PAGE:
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The perfect last day

We woke up in the morning in Paradise. Paradise harbor is named rather accurately: picturesque mountain peaks, ice bergs and sheltered from swell. Sipping our morning coffee, we were joined by two humpback whales who were lunge feeding, coming up to the surface with their mouths wide open. I've never seen a lower lip of a whale before, one crew member said in awe.

We put the zodiacs and sloopy in the water and the guides took everyone to cruise around in Skontorp Cove. We saw a blue eyed shag colony nesting on a basalt cliff. A brown skua was quietly circling over a lonely shag sitting on the water and soon we witnessed a rather exciting hunting scene. The blue eyed shag had no chance, the Skua was skilled and relentless.

After the cruise it was time for a polar plunge in refreshing 2-degree water. We were impressed to find most of the voyage crew on deck in their swim suits in just a few minutes, ready to dip in to the chilly water between the ice bergs. 'This is not so bad', said a few, while the others considered the water to be absolutely and intolerably freezing. Perhaps due to the large audience, we saw no hesitation though everyone simply walked down the ladder with great determination and finished their plunge with applause.

We continued our way towards Neko harbor and we wanted to be there in the afternoon, but our voyage got interrupted by whales at every turn a matter that we have absolutely no complaints about, but definitely caused some extra circles for our first mate to steer. Incredibly enough, we saw the second hunting scene of the day, a group of orcas with several females and one or two males with larger fins circling around a humpback whale that got separated from the group of three whales. It seemed to us that the whale got away in the end, or perhaps the orcas were just playing or practicing hunting. Very impressive scene in any case, not something that many people get to witness in a lifetime.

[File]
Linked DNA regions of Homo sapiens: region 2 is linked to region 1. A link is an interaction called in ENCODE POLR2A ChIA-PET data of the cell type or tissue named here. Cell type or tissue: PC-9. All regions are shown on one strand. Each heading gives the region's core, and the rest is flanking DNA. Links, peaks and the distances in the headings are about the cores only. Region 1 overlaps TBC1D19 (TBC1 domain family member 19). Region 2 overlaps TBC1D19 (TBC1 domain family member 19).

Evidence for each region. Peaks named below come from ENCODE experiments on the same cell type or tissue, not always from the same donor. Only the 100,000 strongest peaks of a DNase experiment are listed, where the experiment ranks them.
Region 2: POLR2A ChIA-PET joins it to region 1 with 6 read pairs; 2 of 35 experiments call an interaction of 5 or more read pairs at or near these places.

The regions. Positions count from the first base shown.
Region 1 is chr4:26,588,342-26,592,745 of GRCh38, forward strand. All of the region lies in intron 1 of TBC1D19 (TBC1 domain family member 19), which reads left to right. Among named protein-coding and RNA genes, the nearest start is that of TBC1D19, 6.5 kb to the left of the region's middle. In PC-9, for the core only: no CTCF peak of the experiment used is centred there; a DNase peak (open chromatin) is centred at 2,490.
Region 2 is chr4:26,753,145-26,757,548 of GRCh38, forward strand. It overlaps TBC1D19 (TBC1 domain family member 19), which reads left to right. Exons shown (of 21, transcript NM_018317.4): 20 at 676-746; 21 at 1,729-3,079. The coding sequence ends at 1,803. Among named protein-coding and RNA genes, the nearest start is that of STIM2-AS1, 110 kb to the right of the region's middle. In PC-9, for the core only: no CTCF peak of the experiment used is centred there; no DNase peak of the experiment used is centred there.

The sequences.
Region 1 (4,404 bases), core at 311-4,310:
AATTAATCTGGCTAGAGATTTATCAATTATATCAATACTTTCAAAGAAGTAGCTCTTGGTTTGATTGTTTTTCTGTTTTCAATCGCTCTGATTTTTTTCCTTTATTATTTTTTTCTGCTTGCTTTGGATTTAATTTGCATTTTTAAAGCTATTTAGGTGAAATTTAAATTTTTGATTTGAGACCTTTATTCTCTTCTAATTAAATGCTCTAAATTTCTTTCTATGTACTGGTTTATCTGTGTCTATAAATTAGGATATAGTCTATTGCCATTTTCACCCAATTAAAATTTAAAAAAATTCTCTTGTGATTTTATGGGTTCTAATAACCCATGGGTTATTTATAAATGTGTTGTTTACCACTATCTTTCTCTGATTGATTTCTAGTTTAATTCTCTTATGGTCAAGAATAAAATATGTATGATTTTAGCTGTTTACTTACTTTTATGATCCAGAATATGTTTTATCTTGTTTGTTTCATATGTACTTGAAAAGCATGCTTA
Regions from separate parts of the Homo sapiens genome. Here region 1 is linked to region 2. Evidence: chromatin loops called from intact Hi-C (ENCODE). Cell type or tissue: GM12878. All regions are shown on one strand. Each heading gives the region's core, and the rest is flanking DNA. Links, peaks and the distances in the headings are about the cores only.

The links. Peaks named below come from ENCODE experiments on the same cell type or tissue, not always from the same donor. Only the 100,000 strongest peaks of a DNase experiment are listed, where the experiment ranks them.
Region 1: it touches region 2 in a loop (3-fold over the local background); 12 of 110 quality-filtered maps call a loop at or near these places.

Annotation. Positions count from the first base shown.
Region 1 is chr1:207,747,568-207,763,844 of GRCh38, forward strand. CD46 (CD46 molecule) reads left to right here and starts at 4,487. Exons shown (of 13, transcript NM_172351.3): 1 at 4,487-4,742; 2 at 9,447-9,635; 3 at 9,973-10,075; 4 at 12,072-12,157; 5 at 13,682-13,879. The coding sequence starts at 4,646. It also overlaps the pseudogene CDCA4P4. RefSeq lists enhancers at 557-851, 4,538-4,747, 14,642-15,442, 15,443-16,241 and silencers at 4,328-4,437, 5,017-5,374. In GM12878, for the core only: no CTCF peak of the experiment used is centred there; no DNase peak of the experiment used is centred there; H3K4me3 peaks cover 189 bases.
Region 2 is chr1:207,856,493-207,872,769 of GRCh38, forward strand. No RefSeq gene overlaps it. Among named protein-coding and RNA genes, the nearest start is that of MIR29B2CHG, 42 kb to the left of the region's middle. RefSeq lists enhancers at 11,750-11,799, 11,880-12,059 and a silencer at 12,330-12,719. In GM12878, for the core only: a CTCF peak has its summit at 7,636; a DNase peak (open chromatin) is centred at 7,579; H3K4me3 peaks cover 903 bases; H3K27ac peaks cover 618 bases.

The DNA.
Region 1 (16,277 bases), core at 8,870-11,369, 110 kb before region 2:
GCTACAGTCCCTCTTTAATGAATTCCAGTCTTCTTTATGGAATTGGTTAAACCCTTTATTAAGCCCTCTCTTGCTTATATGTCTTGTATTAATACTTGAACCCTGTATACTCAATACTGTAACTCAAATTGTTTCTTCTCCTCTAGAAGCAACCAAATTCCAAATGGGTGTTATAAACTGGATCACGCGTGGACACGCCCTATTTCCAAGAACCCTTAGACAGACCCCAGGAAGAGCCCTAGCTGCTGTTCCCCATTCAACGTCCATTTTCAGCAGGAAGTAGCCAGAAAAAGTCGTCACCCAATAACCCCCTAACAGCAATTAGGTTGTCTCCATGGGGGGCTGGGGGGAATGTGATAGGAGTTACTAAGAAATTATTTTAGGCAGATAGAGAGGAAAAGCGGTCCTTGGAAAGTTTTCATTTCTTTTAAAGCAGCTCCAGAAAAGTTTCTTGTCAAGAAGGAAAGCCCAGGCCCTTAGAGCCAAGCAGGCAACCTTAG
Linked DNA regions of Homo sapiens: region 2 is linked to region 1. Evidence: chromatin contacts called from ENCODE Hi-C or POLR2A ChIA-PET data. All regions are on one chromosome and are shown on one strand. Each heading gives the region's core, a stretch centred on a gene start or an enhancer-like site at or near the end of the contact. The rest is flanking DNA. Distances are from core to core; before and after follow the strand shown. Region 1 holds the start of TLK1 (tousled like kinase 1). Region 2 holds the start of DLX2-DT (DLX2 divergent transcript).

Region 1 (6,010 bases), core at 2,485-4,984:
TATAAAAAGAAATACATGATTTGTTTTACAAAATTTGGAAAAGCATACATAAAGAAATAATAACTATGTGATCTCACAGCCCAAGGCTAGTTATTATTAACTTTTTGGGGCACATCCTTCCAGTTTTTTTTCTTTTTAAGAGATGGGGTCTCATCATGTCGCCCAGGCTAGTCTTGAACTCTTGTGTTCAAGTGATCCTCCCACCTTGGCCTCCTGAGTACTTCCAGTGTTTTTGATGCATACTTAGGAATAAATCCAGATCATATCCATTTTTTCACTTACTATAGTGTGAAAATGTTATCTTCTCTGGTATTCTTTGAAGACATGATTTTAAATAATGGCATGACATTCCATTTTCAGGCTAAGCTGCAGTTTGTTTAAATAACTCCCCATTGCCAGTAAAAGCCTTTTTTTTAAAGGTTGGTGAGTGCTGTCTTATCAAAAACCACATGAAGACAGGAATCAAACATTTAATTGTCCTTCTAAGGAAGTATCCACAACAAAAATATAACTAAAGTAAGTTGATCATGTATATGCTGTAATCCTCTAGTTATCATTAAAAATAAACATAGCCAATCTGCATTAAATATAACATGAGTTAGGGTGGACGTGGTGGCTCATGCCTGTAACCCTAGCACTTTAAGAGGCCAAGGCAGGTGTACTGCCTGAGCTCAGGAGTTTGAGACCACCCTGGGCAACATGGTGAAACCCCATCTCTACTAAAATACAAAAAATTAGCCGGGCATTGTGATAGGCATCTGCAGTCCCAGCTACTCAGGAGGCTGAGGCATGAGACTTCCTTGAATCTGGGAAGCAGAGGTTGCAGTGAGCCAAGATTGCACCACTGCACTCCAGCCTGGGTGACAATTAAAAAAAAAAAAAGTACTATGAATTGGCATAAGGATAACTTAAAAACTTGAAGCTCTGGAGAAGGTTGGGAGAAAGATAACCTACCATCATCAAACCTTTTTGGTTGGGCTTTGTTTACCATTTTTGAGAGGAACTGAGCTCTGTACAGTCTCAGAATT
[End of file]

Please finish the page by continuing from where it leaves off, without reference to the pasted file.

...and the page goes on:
We got to neko harbor for our last landing, and the only landing to the actual Antarctic continent. Neko harbor view this time was just unreal. I seemed very foggy first, in fact the fog was so thick we could not see the ship from ashore. We climbed higher to the side of the glacier, and all of a sudden we could see the familiar masts in the fog. No hull could be seen, just the three masts and yards floating in the sea of sun-lit mist, with glacier-covered mountains in the background and a colony of Gentoo penguins nesting on a rocky hill in front of this view. I don't think I will forget this sight.

It is almost hard to believe that all of this happened in just one day, and that the day happened to be our last day in the Antarctic Peninsula. There was so many once in a lifetime-moments in such a short time, that it felt like a good decade's worth of beautiful experiences.

-Annukka

Geschreven door:
Annukka Pekkarinen | Guide

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Comments

Please more of this beautiful posts ­čÖĆ­čĆ╗. Thank you Annukka


Jana  |  07-02-2023 12:52 uur

Beautiful blog Annukka.


margriet  |  07-02-2023 10:38 uur

Ein toller Bericht, der die Faszination f├╝r die Antarktis gut r├╝berbringt!


Toni Franz  |  06-02-2023 22:09 uur

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